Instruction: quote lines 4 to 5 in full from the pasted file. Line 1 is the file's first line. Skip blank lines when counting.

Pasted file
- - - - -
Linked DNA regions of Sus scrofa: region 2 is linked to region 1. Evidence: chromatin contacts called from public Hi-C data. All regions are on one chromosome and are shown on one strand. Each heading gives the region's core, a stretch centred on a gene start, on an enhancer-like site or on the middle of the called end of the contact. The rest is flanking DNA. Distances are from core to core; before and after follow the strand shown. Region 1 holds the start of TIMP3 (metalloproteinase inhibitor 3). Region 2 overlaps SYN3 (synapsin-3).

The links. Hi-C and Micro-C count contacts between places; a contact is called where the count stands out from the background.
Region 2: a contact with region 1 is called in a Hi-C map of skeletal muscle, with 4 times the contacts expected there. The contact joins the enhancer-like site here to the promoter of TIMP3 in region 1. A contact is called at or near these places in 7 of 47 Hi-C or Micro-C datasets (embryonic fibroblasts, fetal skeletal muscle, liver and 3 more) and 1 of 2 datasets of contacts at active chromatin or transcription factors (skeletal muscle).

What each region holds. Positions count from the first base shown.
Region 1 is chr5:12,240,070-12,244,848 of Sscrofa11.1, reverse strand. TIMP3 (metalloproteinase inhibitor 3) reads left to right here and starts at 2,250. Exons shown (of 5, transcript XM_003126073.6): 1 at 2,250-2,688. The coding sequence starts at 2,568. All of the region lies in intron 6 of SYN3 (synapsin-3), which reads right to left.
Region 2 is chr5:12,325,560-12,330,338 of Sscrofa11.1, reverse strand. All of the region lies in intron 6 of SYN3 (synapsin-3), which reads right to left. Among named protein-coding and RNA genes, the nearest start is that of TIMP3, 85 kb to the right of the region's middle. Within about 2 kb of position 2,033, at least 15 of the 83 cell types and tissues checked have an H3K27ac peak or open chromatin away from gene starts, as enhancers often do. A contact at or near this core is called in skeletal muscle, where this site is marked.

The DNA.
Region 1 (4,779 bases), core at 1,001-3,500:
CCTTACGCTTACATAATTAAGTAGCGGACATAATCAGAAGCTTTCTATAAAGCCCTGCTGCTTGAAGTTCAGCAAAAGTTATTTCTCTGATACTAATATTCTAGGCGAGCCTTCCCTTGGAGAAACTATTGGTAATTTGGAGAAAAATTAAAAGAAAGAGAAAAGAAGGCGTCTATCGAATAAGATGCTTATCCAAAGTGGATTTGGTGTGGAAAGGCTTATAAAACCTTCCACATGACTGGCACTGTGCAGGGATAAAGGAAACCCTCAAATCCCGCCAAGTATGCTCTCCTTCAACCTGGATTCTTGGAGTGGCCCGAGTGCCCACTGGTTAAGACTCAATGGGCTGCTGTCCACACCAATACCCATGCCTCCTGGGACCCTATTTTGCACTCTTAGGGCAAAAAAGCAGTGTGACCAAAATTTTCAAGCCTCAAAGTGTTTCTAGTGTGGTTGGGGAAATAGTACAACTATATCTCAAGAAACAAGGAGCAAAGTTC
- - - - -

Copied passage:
What each region holds. Positions count from the first base shown.
Region 1 is chr5:12,240,070-12,244,848 of Sscrofa11.1, reverse strand. TIMP3 (metalloproteinase inhibitor 3) reads left to right here and starts at 2,250. Exons shown (of 5, transcript XM_003126073.6): 1 at 2,250-2,688. The coding sequence starts at 2,568. All of the region lies in intron 6 of SYN3 (synapsin-3), which reads right to left.